Famous Quotes of Poet Oscar Wilde

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The liar at any rate recognizes that recreation, not instruction, is the aim of conversation, and is a far more civilised being than the blockhead who loudly expresses his disbelief in a story which is told simply for the amusement of the company.

(Oscar Wilde (1854-1900), Anglo-Irish playwright, author. repr. In Aristotle at Afternoon Tea: The Rare Oscar Wilde (1991). "Aristotle at Afternoon Tea," Pall Mall Gazette (London, February 28, 1885).)
I walked, with other souls in pain,

(Oscar Wilde (1854-1900), Irish author. The Ballad of Reading Gaol (l. 19). . . Oxford Book of Narrative Verse, The. Iona Opie and Peter Opie, eds. (1983) Oxford University Press.)
You should study the Peerage, Gerald. It is the one book a young man about town should know thoroughly, and it is the best thing in fiction the English have ever done.

(Oscar Wilde (1854-1900), Anglo-Irish playwright, author. Lord Illingworth, in A Woman of No Importance, act 3.)
Every man of ambition has to fight his century with its own weapons. What this century worships is wealth. The God of this century is wealth. To succeed one must have wealth. At all costs one must have wealth.

(Oscar Wilde (1854-1900), Anglo-Irish playwright, author. Sir Robert Chiltern, in An Ideal Husband, act 2.)
While one should always study the method of a great artist, one should never imitate his manner. The manner of an artist is essentially individual, the method of an artist is absolutely universal. The first is personality, which no one should copy; the second is perfection, which all should aim at.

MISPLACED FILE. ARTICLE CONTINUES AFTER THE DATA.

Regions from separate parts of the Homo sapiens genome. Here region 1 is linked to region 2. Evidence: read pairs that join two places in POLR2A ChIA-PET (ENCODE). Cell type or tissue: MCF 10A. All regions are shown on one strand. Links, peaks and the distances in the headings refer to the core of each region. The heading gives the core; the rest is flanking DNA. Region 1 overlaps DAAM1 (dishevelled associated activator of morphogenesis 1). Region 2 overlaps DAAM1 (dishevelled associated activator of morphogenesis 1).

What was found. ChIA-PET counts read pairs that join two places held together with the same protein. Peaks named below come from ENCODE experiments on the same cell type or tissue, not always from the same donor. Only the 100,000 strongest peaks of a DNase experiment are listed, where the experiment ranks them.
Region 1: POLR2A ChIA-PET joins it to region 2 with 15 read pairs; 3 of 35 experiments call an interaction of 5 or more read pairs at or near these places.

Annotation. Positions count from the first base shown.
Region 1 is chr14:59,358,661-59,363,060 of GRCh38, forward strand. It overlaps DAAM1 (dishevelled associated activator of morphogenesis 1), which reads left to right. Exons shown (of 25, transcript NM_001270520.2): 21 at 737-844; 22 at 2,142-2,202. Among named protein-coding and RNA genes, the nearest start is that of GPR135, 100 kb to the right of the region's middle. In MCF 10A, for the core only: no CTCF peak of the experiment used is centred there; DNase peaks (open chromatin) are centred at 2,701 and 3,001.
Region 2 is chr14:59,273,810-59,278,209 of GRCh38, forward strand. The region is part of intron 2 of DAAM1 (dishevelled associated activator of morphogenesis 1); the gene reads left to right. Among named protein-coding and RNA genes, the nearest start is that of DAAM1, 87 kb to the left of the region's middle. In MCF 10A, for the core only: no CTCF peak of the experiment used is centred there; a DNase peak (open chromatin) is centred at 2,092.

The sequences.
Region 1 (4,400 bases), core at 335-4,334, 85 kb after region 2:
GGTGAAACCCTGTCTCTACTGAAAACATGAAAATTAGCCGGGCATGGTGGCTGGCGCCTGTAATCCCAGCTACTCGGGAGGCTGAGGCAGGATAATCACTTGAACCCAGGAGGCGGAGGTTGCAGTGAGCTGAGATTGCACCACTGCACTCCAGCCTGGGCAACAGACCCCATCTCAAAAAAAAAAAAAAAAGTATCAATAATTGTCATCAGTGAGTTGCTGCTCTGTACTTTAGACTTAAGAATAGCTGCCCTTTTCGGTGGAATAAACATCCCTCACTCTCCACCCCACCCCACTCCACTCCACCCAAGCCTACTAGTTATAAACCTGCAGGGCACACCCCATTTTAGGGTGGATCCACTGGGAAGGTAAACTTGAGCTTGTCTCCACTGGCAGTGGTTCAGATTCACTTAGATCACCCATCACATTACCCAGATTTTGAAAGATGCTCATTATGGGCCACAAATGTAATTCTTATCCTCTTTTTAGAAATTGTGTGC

(Oscar Wilde (1854-1900), Anglo-Irish playwright, author. Dramatic Review (London, Feb. 20, 1886).)
The basis of optimism is sheer terror.

(Oscar Wilde (1854-1900), Anglo-Irish playwright, author. Lord Henry, in The Picture of Dorian Gray, ch. 6 (1891).)
Children begin by loving their parents. After a time they judge them. Rarely, if ever, do they forgive them.

(Oscar Wilde (1854-1900), Anglo-Irish playwright, author. Lord Illingworth, in A Woman of No Importance, act 2 (1891). Wilde had used almost the same words in The Picture of Dorian Gray, ch. 5 (1891).)
Pardon me, you are not engaged to any one. When you do become engaged to some one, I, or your father, should his health permit him, will inform you of the fact. An engagement should come on a young girl as a surprise, pleasant or unpleasant, as the case may be. It is hardly a matter that she could be allowed to arrange for herself.

(Oscar Wilde (1854-1900), Anglo-Irish playwright, author. Lady Bracknell to Gwendolyn, in The Importance of Being Earnest, act 1.)
The Americans are certainly hero-worshippers, and always take their heroes from the criminal classes.

(Oscar Wilde (1854-1900), Anglo-Irish playwright, author. Letter, April 19, 1882.)
On the whole, the great success of marriage in the States is due partly to the fact that no American man is ever idle, and partly to the fact that no American wife is considered responsible for the quality of her husband's dinners.

(Oscar Wilde (1854-1900), Anglo-Irish playwright, author. "The American Man," Court and Society Review (London, April 13, 1887). In the same article, Wilde called marriage one of America's most popular institutions: "The American man marries early, and the American woman marries often; and they get on extremely well together.")